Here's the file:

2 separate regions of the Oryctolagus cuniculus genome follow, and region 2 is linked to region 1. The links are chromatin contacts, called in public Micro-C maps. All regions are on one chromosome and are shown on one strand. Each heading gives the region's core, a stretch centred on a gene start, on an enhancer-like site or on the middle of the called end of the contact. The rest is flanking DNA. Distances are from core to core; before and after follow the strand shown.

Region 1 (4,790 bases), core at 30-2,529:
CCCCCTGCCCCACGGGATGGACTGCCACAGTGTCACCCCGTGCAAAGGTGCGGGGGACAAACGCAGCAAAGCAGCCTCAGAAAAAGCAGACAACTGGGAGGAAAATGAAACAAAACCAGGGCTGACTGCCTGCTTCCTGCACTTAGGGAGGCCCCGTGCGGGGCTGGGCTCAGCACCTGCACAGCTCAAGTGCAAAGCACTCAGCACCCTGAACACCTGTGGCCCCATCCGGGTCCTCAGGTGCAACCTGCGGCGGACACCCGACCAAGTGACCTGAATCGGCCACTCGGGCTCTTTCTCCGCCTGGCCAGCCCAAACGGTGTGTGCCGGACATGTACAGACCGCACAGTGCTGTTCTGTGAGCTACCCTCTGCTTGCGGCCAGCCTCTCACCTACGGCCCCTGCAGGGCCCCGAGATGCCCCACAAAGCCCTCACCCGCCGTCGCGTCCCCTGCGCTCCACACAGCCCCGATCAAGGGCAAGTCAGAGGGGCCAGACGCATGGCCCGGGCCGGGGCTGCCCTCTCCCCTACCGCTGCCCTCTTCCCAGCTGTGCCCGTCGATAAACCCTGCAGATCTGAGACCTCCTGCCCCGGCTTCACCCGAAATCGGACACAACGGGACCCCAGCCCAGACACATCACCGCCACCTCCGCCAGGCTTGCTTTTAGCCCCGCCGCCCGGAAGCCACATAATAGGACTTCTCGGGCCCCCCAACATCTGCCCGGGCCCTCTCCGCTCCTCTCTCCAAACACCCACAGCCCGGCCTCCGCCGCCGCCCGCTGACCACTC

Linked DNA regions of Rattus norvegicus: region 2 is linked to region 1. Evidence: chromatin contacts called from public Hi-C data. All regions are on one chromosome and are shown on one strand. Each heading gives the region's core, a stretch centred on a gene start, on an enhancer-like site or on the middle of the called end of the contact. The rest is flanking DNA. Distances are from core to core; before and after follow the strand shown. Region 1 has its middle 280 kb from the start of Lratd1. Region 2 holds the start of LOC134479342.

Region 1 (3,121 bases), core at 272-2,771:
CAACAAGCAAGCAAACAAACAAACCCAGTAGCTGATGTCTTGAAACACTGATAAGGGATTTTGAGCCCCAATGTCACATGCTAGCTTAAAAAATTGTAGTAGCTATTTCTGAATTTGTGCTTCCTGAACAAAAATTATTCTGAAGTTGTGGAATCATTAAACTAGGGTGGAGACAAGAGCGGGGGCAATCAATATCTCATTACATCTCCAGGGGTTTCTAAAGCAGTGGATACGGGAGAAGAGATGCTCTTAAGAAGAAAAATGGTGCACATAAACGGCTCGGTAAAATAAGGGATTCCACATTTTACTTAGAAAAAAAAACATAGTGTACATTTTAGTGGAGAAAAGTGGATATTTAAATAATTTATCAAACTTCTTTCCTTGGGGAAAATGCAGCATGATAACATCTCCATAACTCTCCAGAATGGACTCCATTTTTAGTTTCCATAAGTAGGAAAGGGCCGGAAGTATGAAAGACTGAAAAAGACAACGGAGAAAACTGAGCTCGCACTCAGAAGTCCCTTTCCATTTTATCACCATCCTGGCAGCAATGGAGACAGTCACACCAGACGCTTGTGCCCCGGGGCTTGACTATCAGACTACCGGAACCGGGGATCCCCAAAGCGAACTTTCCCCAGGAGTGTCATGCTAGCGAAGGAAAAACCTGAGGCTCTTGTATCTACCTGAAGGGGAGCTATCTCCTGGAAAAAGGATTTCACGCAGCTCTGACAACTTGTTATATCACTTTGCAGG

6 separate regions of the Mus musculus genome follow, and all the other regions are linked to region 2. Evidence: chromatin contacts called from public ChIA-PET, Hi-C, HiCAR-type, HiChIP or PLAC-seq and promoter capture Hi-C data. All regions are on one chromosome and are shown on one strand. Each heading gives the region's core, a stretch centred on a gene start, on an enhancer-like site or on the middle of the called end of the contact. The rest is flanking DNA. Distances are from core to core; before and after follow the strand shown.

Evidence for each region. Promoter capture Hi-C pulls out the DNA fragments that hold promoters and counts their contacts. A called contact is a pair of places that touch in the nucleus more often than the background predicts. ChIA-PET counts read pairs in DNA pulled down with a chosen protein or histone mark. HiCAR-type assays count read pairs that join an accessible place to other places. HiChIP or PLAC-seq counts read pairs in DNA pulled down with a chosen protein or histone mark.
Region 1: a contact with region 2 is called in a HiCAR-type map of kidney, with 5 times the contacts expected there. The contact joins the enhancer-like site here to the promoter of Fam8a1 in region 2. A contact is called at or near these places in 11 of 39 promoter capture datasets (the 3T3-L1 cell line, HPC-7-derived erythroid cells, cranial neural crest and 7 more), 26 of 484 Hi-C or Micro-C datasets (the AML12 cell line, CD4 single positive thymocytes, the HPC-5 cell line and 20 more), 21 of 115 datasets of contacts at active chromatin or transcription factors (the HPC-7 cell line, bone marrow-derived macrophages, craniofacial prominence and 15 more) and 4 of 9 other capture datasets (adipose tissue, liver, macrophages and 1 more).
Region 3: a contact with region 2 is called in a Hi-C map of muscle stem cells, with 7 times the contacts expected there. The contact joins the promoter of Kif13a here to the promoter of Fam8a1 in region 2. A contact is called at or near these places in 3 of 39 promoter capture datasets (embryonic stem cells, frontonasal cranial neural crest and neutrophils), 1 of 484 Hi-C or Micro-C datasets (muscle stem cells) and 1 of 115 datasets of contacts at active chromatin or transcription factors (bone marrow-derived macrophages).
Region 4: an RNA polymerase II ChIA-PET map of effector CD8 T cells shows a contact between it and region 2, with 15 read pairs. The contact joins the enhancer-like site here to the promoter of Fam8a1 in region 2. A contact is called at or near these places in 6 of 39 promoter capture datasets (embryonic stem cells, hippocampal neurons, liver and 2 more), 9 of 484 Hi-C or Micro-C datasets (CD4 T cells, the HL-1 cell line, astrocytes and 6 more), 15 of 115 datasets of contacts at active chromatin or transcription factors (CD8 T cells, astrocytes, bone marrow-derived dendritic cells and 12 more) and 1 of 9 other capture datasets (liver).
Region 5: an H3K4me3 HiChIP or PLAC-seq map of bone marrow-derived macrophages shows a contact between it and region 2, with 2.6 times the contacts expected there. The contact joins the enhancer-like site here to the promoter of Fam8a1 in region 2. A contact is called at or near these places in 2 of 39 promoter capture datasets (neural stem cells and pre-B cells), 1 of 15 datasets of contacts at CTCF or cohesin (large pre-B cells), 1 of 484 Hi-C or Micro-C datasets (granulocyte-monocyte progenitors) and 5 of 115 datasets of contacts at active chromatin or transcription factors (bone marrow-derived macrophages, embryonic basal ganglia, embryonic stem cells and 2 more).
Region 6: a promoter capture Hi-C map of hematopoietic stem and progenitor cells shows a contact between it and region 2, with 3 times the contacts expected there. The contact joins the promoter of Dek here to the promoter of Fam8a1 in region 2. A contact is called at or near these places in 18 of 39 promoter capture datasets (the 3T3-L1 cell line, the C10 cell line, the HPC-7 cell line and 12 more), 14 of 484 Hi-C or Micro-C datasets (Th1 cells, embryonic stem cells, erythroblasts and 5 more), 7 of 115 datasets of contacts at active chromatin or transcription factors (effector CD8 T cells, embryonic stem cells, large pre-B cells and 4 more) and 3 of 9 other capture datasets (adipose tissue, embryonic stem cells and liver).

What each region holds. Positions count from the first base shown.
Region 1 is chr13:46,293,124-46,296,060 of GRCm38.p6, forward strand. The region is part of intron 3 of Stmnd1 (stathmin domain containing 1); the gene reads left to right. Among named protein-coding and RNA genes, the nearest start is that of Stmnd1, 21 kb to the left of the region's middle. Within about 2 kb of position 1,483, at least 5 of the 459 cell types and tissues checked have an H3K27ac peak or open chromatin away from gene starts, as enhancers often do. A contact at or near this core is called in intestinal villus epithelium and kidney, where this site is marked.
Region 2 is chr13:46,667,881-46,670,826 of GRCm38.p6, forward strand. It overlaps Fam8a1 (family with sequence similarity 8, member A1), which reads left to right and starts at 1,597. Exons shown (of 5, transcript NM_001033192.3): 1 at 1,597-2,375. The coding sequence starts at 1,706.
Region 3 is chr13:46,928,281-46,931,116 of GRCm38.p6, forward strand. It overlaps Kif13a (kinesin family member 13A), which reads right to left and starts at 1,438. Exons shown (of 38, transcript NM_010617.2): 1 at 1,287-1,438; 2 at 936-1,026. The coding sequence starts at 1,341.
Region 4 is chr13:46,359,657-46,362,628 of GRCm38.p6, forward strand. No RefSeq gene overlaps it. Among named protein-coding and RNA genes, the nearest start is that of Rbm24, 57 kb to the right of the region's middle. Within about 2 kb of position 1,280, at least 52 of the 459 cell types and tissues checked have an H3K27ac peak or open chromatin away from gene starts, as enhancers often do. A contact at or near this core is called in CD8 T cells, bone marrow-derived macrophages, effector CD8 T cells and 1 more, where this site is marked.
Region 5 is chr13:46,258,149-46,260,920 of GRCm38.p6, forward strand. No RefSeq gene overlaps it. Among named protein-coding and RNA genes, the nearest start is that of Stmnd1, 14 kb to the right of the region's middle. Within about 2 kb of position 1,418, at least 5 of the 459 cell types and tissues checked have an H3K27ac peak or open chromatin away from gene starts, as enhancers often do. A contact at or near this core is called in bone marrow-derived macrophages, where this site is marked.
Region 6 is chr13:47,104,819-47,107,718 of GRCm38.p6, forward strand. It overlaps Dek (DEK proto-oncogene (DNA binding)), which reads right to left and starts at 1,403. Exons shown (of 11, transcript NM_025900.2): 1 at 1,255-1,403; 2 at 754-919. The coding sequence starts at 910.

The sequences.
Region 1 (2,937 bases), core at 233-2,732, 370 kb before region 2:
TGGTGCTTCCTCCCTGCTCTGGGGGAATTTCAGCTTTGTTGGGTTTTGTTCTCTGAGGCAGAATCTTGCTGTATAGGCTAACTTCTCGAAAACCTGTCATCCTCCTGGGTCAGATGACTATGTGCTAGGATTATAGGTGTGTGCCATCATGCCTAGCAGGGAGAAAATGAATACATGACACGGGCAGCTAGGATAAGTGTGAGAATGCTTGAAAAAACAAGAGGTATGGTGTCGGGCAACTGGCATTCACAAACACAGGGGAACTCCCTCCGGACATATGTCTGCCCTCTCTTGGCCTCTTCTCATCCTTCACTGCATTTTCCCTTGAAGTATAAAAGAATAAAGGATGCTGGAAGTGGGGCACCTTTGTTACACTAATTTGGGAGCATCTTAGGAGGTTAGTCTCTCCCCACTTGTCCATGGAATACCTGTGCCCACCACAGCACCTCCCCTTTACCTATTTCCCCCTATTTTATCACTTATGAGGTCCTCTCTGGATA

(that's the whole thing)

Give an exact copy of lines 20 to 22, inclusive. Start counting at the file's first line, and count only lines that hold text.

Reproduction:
Region 6 is chr13:47,104,819-47,107,718 of GRCm38.p6, forward strand. It overlaps Dek (DEK proto-oncogene (DNA binding)), which reads right to left and starts at 1,403. Exons shown (of 11, transcript NM_025900.2): 1 at 1,255-1,403; 2 at 754-919. The coding sequence starts at 910.

The sequences.
Region 1 (2,937 bases), core at 233-2,732, 370 kb before region 2: